Subcoracoid bursa: Imaging diagnosis and significance

Yi Hsuan Lee, Ginger H.F. Shu, Ching Juei Yang, Wen Sheng Tzeng, Clement Kuen Huang Chen

Research output: Contribution to journalArticlepeer-review

1 Citation (Scopus)


The aim of this study was to retrospectively evaluate the cases in which a subcoracoid bursa had been detected using various imaging tools, to discuss imaging features among the different modalities, and to correlate our findings with those of associated shoulder joint disorders. In total, 23 cases of subcoracoid bursa diagnosed imaging studies were retrospectively analyzed. Five of these cases underwent bursography, among which four were inadvertently performed and one was a planned bursogram. Three cases underwent an arthrogram, one was a shoulder arthrogram alone, one was an immediate arthrogram performed after an inadvertent bursogram, and the other one was a follow-up arthrogram performed one month later after an inadvertent bursogram. Three of the cases underwent CT bursography, and all had first undergone subcoracoid bursography. Twenty-one of these cases underwent MRI, and six of these had undergone MR arthrography for the routine evaluation of internal derangements involving the glenohumeral joint. Eleven cases had undergone two or more than two separate imaging studies. In 18 cases, subcoracoid bursa communication with the subacromial-subdeltoid bursa was observed (18/23, 78.3%), and a rotator cuff tear was present in 17 of these 18 cases. A complete rotator cuff tear was present in a total of 18 cases; 16 involved an anterior supraspinatus tendon tear, and two involved tear of the posterior portion of the supraspinatus or infraspinatus tendon tear. Communication between the subcoracoid bursa and subacromial-subdletoid bursa was demonstrated in 17 of the 18 cases with a complete rotator cuff tear. However, none of the cases exhibited communication between the subcoracoid bursa and the glenohumeral joint. If an inadvertent subcoracoid bursography is performed, contrast medium may fill the subacromial-subdeltoid bursa via a potential communication. Delayed, post-exercise imaging or repeated arthrography is necessary to ascertain the presence or absence of a rotator cuff tear. On MRI, MR arthrography, and CT bursography, the condition of the rotator cuff must be carefully assessed if subcoracoid bursal distention is present.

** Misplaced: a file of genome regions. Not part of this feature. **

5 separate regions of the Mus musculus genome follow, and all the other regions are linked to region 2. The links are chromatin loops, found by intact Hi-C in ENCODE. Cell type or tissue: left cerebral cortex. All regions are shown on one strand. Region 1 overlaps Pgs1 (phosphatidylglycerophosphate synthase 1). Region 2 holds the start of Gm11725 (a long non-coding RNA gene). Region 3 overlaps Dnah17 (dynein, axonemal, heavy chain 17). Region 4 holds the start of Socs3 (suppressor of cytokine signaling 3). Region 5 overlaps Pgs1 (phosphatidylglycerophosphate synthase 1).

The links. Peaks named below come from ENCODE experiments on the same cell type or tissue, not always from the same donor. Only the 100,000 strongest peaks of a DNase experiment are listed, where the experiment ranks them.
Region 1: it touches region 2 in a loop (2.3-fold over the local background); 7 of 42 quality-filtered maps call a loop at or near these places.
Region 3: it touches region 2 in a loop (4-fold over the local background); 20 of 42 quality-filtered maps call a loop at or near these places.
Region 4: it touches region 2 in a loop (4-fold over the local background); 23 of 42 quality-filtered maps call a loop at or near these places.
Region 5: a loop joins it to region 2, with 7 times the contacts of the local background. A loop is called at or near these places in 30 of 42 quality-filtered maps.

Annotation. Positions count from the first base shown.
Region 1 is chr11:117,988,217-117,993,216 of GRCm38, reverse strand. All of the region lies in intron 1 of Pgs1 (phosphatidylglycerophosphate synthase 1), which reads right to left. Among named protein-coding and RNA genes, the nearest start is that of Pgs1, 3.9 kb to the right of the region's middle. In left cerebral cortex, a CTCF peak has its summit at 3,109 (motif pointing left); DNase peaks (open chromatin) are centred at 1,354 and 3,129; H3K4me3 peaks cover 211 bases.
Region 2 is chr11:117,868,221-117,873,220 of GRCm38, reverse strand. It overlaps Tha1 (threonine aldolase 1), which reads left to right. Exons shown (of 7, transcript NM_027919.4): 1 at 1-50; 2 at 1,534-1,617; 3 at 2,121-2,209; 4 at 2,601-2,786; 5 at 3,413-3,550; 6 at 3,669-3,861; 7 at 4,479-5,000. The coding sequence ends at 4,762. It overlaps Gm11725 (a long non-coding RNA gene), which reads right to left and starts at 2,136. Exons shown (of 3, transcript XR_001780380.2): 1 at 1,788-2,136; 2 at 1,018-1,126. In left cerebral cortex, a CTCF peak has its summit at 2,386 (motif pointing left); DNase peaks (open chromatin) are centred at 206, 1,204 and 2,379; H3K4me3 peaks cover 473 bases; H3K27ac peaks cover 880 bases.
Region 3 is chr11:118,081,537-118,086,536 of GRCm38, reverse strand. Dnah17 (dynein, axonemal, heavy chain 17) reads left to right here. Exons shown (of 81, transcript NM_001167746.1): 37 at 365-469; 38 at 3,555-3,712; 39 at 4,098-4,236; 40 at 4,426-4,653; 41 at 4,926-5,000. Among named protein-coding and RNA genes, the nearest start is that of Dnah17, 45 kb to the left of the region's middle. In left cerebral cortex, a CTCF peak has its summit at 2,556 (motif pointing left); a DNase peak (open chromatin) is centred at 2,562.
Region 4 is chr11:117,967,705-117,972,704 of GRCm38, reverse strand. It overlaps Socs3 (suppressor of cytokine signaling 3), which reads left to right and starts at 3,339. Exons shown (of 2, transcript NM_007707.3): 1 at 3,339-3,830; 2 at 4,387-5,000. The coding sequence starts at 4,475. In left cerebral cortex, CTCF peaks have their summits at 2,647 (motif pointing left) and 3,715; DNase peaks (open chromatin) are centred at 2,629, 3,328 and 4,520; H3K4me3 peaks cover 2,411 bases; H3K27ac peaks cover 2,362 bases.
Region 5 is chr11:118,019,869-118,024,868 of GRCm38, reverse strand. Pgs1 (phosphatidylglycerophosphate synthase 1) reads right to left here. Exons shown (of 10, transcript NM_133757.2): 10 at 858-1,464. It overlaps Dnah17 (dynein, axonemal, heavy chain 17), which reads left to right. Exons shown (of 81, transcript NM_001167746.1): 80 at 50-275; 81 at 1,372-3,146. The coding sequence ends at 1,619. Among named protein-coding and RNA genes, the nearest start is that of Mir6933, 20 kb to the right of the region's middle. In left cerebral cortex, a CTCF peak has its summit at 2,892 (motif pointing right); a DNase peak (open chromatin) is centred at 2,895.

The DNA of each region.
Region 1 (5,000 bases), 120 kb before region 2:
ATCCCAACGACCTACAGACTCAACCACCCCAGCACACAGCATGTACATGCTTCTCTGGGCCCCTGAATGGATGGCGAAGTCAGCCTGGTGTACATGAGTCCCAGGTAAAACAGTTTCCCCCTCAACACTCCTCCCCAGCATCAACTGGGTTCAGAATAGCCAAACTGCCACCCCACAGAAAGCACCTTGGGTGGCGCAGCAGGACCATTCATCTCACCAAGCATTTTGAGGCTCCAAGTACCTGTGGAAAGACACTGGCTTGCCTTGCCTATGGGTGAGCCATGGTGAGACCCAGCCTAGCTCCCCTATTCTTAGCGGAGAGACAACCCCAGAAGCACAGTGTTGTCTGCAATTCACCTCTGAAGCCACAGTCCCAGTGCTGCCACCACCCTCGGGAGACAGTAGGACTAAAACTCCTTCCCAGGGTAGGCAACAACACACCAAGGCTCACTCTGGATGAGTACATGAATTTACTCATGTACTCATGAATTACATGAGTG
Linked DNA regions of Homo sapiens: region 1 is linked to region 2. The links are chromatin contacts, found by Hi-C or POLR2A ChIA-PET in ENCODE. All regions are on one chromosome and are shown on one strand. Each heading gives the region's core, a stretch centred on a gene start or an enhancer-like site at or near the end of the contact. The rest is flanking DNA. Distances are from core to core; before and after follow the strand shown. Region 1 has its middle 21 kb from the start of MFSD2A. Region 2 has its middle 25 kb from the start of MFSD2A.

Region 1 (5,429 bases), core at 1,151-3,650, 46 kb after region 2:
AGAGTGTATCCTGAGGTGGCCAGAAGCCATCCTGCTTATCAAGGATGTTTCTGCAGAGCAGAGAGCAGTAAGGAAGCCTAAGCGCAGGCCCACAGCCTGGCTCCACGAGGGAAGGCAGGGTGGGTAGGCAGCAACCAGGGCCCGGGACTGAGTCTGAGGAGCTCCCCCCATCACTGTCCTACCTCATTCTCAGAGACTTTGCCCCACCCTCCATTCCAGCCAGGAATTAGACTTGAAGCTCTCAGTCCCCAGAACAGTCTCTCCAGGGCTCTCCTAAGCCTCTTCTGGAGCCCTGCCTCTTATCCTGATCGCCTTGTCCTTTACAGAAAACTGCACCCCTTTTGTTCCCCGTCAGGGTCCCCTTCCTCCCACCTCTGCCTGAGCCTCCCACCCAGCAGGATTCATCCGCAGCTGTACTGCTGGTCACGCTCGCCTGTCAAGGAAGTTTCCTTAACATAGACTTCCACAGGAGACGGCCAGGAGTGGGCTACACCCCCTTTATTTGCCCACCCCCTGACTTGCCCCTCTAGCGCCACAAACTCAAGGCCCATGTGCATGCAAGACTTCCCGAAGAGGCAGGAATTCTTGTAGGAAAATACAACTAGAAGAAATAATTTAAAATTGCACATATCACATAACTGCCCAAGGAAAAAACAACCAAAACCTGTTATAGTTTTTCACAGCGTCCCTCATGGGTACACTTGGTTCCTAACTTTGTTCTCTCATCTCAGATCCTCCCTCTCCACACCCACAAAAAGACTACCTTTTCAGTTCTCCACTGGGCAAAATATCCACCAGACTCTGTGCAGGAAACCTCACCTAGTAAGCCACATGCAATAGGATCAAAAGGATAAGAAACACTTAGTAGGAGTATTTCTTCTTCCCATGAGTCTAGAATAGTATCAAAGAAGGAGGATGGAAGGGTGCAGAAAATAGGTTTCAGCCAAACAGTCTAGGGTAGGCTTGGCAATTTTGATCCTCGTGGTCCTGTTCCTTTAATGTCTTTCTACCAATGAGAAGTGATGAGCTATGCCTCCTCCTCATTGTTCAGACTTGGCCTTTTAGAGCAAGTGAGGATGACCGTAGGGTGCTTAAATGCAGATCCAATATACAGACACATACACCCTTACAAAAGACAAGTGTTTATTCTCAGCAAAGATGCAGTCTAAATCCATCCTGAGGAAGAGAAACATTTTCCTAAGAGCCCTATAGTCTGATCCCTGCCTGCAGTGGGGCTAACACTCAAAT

Original languageEnglish
Pages (from-to)111-118
Number of pages8
JournalChinese Journal of Radiology (Taiwan)
Issue number4
Publication statusPublished - 2013 Dec

All Science Journal Classification (ASJC) codes

  • Radiology Nuclear Medicine and imaging


Dive into the research topics of 'Subcoracoid bursa: Imaging diagnosis and significance'. Together they form a unique fingerprint.

Cite this